Asthma & COPD

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Skin Prick Testing – What is it?

Skin prick testing is a test used to help diagnose allergies. In regards to asthma, skin prick testing may be useful to identify potential allergy triggers, such as house dust mites, pet dander, or food.

The test is reliable and painless, involving small drops of the ÔÇťallergen" being placed onto the forearm or back, then the skin is pricked to allow a tiny amount of the allergen into the skin. Reactions are then measured and reported to, or observed by, the doctor.

Although the test may indicate a suspected allergy, the person's clinical history is crucial in confirming a diagnosis. It is important that the results are interpreted by an experienced doctor or allergy specialist, and coupled with other test results and your actual allergy and reaction history. For example, negative skin prick tests may indicate a different type of response, and positive tests do not necessarily mean that you are allergic to that food, or that that particular allergen is the sole reason for your asthma.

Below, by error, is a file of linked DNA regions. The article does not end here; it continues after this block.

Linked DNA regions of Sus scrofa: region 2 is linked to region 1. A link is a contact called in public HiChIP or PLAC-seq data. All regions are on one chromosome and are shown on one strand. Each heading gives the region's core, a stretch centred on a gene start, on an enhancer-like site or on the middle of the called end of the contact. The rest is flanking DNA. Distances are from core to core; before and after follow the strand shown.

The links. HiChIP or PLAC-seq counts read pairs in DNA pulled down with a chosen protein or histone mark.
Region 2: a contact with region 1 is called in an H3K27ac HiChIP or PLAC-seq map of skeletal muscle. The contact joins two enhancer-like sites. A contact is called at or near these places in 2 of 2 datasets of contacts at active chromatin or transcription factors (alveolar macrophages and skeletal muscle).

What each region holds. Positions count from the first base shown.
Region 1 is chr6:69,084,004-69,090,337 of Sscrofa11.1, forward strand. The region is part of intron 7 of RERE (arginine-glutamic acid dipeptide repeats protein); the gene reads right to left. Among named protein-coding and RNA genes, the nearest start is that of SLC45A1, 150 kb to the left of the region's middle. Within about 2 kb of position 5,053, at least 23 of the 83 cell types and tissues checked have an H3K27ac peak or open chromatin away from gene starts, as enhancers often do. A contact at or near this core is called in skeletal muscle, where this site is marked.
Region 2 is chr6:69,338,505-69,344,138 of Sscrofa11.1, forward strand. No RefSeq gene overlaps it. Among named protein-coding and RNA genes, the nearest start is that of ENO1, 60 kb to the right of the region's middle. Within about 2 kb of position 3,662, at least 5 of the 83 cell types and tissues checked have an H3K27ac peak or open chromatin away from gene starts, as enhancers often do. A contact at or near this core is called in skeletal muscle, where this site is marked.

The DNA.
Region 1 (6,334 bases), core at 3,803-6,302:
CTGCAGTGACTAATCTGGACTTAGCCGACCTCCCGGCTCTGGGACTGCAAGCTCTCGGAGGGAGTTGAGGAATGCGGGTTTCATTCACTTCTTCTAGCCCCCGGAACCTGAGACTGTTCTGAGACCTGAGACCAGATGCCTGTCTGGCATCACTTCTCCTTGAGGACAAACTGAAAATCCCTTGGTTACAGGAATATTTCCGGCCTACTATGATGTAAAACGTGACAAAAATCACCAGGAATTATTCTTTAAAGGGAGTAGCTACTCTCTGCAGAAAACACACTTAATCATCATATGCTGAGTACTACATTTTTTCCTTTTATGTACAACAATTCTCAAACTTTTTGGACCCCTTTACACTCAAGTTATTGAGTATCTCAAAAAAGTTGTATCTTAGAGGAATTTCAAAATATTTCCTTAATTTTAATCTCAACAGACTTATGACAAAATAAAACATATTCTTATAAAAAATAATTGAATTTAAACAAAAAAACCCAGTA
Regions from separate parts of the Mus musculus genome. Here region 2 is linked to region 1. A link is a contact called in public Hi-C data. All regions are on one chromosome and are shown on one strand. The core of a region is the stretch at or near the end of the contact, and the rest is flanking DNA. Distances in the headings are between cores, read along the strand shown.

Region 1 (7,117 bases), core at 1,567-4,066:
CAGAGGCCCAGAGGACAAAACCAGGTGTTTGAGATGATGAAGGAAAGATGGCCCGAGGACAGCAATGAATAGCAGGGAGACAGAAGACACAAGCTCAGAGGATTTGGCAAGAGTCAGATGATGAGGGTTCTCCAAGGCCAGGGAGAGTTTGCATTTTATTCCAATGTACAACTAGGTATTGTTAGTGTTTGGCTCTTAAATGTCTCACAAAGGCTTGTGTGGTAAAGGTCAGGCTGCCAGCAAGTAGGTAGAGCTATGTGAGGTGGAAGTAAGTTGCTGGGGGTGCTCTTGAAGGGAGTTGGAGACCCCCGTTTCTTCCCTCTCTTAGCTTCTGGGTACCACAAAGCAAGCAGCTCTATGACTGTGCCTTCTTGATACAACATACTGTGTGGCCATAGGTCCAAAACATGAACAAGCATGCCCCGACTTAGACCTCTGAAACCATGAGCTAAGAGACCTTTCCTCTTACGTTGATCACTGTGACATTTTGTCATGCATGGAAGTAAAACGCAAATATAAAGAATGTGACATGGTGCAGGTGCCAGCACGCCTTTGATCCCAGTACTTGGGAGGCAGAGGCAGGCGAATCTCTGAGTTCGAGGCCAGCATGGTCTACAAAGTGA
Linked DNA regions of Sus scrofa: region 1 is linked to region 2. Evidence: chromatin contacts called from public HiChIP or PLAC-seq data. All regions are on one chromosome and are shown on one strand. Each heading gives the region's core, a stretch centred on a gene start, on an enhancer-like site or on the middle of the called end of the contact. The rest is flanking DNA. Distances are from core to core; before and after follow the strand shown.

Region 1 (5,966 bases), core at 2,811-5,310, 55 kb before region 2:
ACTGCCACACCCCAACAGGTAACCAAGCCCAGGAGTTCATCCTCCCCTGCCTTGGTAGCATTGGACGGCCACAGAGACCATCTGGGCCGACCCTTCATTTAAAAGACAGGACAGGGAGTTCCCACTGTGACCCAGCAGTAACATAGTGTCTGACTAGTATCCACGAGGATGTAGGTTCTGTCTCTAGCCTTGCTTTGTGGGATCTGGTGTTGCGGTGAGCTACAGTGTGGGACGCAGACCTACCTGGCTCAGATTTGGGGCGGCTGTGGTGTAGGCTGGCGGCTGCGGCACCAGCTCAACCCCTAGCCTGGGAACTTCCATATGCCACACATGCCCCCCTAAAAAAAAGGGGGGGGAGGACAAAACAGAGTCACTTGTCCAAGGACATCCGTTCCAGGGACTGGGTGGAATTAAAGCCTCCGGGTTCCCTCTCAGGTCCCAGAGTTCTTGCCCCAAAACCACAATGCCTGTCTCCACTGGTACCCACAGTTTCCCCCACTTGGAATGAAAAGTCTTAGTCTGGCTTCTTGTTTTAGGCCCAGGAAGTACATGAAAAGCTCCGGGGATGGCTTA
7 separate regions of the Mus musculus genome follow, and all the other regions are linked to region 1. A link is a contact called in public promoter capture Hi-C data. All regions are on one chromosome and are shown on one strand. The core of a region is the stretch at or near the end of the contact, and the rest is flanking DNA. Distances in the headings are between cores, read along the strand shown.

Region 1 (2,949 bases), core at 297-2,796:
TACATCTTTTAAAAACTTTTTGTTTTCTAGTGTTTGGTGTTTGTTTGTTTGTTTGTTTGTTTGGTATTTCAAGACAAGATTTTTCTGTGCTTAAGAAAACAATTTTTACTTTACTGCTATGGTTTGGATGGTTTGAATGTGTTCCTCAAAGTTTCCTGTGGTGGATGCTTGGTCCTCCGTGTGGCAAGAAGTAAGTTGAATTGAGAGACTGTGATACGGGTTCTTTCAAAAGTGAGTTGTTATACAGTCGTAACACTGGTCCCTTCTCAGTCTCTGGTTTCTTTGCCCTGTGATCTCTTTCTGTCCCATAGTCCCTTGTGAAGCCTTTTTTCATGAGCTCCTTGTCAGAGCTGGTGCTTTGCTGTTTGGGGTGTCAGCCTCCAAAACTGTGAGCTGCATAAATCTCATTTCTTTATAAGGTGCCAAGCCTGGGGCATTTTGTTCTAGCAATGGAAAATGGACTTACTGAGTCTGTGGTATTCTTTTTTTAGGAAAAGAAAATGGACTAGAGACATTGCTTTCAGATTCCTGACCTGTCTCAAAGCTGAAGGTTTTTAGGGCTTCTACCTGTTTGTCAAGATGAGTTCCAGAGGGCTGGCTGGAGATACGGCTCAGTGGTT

In the case of food allergy, an immediate-type allergic response when a specific food is eaten, or a severe reaction such as anaphylaxis on first time a particular food is introduced to a young child, a diagnosis of allergy to that food may not need a test to confirm. Where it is not as clear, your doctor may advise you to keep a food and symptom diary. Over a period of a week or two, a pattern may emerge. However, it is important to note that if reactions to a particular food are obvious, the food in question should be avoided until you have consulted your doctor. In the case of a child, they may then be referred to a specialist.

A blood test called RAST or EAST can also be used to help with diagnosing allergies, and may be preferred where someone is not be able to have a skin prick test because other medications they are taking, such as anti-histamines, could interfere with the results.

If you have questions about skin prick testing, talk to your GP or the helpful team at Allergy NZ.
Article checked by Penny Jorgenson, Allergy NZ


 

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